- Electricity utilities in Maine should not charge their customers for expansions of natural gas pipeline infrastructure, a study from the staff of the Maine Public Utilities Commission concluded. The report is a recommendation to regulators, who are expected to rule on the matter this summer.
- The study stems from a 2013 law that allowed the PUC to authorize electric utilities to rate base investments in natural gas transportation infrastructure. An earlier staff report from 2014 cautioned regulators that pipeline investments would not be cost effective for customers "unless the cost of pipeline capacity is very low.”
- Large electric customers criticised the staff report, saying other state and regional assessments in the Northeast support the expansion of pipeline capacity. Environmental groups welcomed the recommendations, saying Maine utilities should be focusing on alternatives to fossil fuel generation.
In 2013, Maine lawmakers passed the Energy Cost Reduction Act, aimed at avoiding electric rate increases based on natural gas after the state was hit with a series of price spikes in previous years.
The law authorized regulators to allow annual fees on electric ratepayers of up to $75 million a year to expand natural gas pipeline capacity — if regulators found the investment to be cost effective.
In 2014, a preliminary staff assessment told commissioners to proceed with caution, saying that the benefits to consumers of authorizing annual fees up to $75 million are "unlikely ... [to] exceed the costs of pipeline capacity."
The new staff report builds on those concerns, saying that other factors like persisting low gas prices and planned expansion of other pipelines could temper any winter price increases.
“The record in this proceeding does not support a finding that [a pipeline contract] is reasonably likely to provide net benefits for Maine electricity and natural gas consumers under a sufficiently broad spectrum of future scenarios," the staff concluded. "Moreover, regional market conditions, rule changes and other events suggest that the price and volatility concerns that led to the [2013 law] may be addressed without [a contract].”
The proceeding took on new importance, the Portland Press Herald notes, after Kinder Morgan shelved plans for a $5 billion pipeline expansion in April that would have delivered shale gas to the Northeast. It was one of three companies bidding to provide pipeline capacity to Maine, though the other two proposals remain under consideration.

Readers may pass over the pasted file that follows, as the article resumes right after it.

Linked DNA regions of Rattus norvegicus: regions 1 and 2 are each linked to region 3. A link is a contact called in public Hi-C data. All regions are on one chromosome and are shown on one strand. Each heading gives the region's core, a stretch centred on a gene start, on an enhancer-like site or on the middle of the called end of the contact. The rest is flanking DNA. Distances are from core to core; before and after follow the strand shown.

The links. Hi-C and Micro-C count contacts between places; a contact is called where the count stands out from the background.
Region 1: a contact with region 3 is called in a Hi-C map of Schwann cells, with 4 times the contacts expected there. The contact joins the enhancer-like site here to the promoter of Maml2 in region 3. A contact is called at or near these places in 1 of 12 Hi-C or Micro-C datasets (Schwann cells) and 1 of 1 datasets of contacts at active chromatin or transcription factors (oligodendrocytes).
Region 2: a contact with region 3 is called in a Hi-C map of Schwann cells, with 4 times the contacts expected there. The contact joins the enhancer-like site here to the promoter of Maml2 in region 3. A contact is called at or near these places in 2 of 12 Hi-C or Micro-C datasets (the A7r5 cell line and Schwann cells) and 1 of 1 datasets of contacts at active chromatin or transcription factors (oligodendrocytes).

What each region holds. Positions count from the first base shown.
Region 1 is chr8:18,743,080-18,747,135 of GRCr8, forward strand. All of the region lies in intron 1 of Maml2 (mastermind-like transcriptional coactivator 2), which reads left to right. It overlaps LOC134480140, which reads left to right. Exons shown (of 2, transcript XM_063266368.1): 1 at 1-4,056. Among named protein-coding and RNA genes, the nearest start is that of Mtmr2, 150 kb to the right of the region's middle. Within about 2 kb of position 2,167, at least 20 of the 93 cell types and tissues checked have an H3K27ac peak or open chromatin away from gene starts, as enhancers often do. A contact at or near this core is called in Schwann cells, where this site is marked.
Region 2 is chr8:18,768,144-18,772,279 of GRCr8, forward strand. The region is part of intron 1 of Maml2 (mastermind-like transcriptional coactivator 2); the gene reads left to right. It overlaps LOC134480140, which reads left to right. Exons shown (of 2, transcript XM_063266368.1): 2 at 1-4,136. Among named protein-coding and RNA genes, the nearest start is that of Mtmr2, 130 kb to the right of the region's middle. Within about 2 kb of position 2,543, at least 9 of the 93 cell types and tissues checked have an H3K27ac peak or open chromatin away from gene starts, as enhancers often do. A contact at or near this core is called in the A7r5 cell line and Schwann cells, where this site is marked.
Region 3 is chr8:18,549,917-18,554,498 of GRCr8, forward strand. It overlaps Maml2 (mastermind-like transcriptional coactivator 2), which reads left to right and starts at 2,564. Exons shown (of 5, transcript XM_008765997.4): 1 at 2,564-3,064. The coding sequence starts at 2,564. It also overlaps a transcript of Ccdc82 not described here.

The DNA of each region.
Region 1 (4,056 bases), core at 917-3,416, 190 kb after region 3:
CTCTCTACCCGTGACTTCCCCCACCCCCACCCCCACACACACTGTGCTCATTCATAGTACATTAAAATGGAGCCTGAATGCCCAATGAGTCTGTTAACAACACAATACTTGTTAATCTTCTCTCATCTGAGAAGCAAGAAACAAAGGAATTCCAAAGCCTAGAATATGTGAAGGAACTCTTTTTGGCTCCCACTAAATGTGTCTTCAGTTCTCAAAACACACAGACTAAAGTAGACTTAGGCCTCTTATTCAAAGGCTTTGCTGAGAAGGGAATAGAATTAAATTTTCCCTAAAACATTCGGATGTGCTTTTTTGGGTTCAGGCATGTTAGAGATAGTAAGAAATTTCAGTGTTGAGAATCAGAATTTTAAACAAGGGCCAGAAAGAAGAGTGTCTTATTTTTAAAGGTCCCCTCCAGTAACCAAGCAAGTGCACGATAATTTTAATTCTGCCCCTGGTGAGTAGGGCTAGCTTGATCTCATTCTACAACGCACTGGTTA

Industrial electric customers in the state panned the staff report, saying it is an outlier in the region.
“It’s extremely disappointing that the PUC staff hired a consultant which produced the only report out of 30 that found no value in additional pipeline capacity,” Tony Buxton, a lawyer for the Industrial Energy Consumer Group, told the Press Herald. The state public advocate also criticised the study, saying Maine should join with other Northeast states in purchasing capacity.
The Conservation Law Foundation, however, said it "commends the report conclusion that an unprecedented and highly risky contract for natural gas pipeline capacity paid for by Maine consumers is not in the public interest."
While the report was written by PUC staff, it is a recommendation to commissioners, and not a final decision. The staff, the Bangor Daily News pointed out, said regulators should keep an open mind to future proposals, even if current pipeline capacity expansion is not cost-effective.
“The benefits of being the ‘first mover’ in the region in terms of committing to [long-term natural gas capacity contracts] are not obvious,” the report states. “Indeed, it is likely to be more beneficial to decide whether to act … when there is greater clarity about the effects of market actions as well as activity in other states.”
Regulators are expected to rule on authorization for the gas pipeline investments in late June or early July.